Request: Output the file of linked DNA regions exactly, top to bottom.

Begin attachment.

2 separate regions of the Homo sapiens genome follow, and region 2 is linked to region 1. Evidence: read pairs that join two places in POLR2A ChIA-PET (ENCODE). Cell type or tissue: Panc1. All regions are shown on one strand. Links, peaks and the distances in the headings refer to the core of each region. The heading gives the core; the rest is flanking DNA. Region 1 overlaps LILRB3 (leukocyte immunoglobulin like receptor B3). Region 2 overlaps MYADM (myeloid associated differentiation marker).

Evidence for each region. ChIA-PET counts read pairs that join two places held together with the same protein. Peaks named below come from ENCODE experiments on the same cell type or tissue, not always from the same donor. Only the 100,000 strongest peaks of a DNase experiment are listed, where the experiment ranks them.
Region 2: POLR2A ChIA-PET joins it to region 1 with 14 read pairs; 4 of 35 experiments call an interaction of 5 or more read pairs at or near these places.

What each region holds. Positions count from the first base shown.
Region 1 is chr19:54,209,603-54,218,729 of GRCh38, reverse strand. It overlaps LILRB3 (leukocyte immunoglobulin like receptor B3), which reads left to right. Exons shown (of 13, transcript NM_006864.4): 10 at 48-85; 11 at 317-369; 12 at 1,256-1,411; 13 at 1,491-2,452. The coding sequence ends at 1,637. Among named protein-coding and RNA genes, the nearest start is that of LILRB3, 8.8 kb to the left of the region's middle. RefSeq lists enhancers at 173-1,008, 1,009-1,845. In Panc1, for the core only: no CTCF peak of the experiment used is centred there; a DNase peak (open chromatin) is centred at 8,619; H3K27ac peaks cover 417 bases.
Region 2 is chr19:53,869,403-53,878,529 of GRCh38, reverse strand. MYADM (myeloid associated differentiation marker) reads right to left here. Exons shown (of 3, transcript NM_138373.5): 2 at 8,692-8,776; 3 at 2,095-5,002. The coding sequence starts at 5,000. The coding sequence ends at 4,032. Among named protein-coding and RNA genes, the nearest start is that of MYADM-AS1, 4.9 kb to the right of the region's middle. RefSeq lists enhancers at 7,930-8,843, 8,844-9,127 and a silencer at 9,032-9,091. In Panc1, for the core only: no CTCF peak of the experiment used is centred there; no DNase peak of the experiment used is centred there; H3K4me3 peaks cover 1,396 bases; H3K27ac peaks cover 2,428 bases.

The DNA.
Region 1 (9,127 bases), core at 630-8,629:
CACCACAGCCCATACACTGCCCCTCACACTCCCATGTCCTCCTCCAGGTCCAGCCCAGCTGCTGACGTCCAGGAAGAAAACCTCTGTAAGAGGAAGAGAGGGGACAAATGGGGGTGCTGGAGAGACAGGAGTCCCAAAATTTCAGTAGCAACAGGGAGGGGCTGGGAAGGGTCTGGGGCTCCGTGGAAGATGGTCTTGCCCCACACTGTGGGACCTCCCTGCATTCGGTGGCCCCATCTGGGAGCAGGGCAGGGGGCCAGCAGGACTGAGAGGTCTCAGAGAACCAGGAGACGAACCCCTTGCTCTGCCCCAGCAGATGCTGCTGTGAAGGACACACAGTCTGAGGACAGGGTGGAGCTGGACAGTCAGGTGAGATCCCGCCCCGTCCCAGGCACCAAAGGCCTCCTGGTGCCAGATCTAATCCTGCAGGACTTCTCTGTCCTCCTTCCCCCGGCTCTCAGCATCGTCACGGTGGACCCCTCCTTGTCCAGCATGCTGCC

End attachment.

2 separate regions of the Homo sapiens genome follow, and region 2 is linked to region 1. Evidence: read pairs that join two places in POLR2A ChIA-PET (ENCODE). Cell type or tissue: Panc1. All regions are shown on one strand. Links, peaks and the distances in the headings refer to the core of each region. The heading gives the core; the rest is flanking DNA. Region 1 overlaps LILRB3 (leukocyte immunoglobulin like receptor B3). Region 2 overlaps MYADM (myeloid associated differentiation marker).

Evidence for each region. ChIA-PET counts read pairs that join two places held together with the same protein. Peaks named below come from ENCODE experiments on the same cell type or tissue, not always from the same donor. Only the 100,000 strongest peaks of a DNase experiment are listed, where the experiment ranks them.
Region 2: POLR2A ChIA-PET joins it to region 1 with 14 read pairs; 4 of 35 experiments call an interaction of 5 or more read pairs at or near these places.

What each region holds. Positions count from the first base shown.
Region 1 is chr19:54,209,603-54,218,729 of GRCh38, reverse strand. It overlaps LILRB3 (leukocyte immunoglobulin like receptor B3), which reads left to right. Exons shown (of 13, transcript NM_006864.4): 10 at 48-85; 11 at 317-369; 12 at 1,256-1,411; 13 at 1,491-2,452. The coding sequence ends at 1,637. Among named protein-coding and RNA genes, the nearest start is that of LILRB3, 8.8 kb to the left of the region's middle. RefSeq lists enhancers at 173-1,008, 1,009-1,845. In Panc1, for the core only: no CTCF peak of the experiment used is centred there; a DNase peak (open chromatin) is centred at 8,619; H3K27ac peaks cover 417 bases.
Region 2 is chr19:53,869,403-53,878,529 of GRCh38, reverse strand. MYADM (myeloid associated differentiation marker) reads right to left here. Exons shown (of 3, transcript NM_138373.5): 2 at 8,692-8,776; 3 at 2,095-5,002. The coding sequence starts at 5,000. The coding sequence ends at 4,032. Among named protein-coding and RNA genes, the nearest start is that of MYADM-AS1, 4.9 kb to the right of the region's middle. RefSeq lists enhancers at 7,930-8,843, 8,844-9,127 and a silencer at 9,032-9,091. In Panc1, for the core only: no CTCF peak of the experiment used is centred there; no DNase peak of the experiment used is centred there; H3K4me3 peaks cover 1,396 bases; H3K27ac peaks cover 2,428 bases.

The DNA.
Region 1 (9,127 bases), core at 630-8,629:
CACCACAGCCCATACACTGCCCCTCACACTCCCATGTCCTCCTCCAGGTCCAGCCCAGCTGCTGACGTCCAGGAAGAAAACCTCTGTAAGAGGAAGAGAGGGGACAAATGGGGGTGCTGGAGAGACAGGAGTCCCAAAATTTCAGTAGCAACAGGGAGGGGCTGGGAAGGGTCTGGGGCTCCGTGGAAGATGGTCTTGCCCCACACTGTGGGACCTCCCTGCATTCGGTGGCCCCATCTGGGAGCAGGGCAGGGGGCCAGCAGGACTGAGAGGTCTCAGAGAACCAGGAGACGAACCCCTTGCTCTGCCCCAGCAGATGCTGCTGTGAAGGACACACAGTCTGAGGACAGGGTGGAGCTGGACAGTCAGGTGAGATCCCGCCCCGTCCCAGGCACCAAAGGCCTCCTGGTGCCAGATCTAATCCTGCAGGACTTCTCTGTCCTCCTTCCCCCGGCTCTCAGCATCGTCACGGTGGACCCCTCCTTGTCCAGCATGCTGCC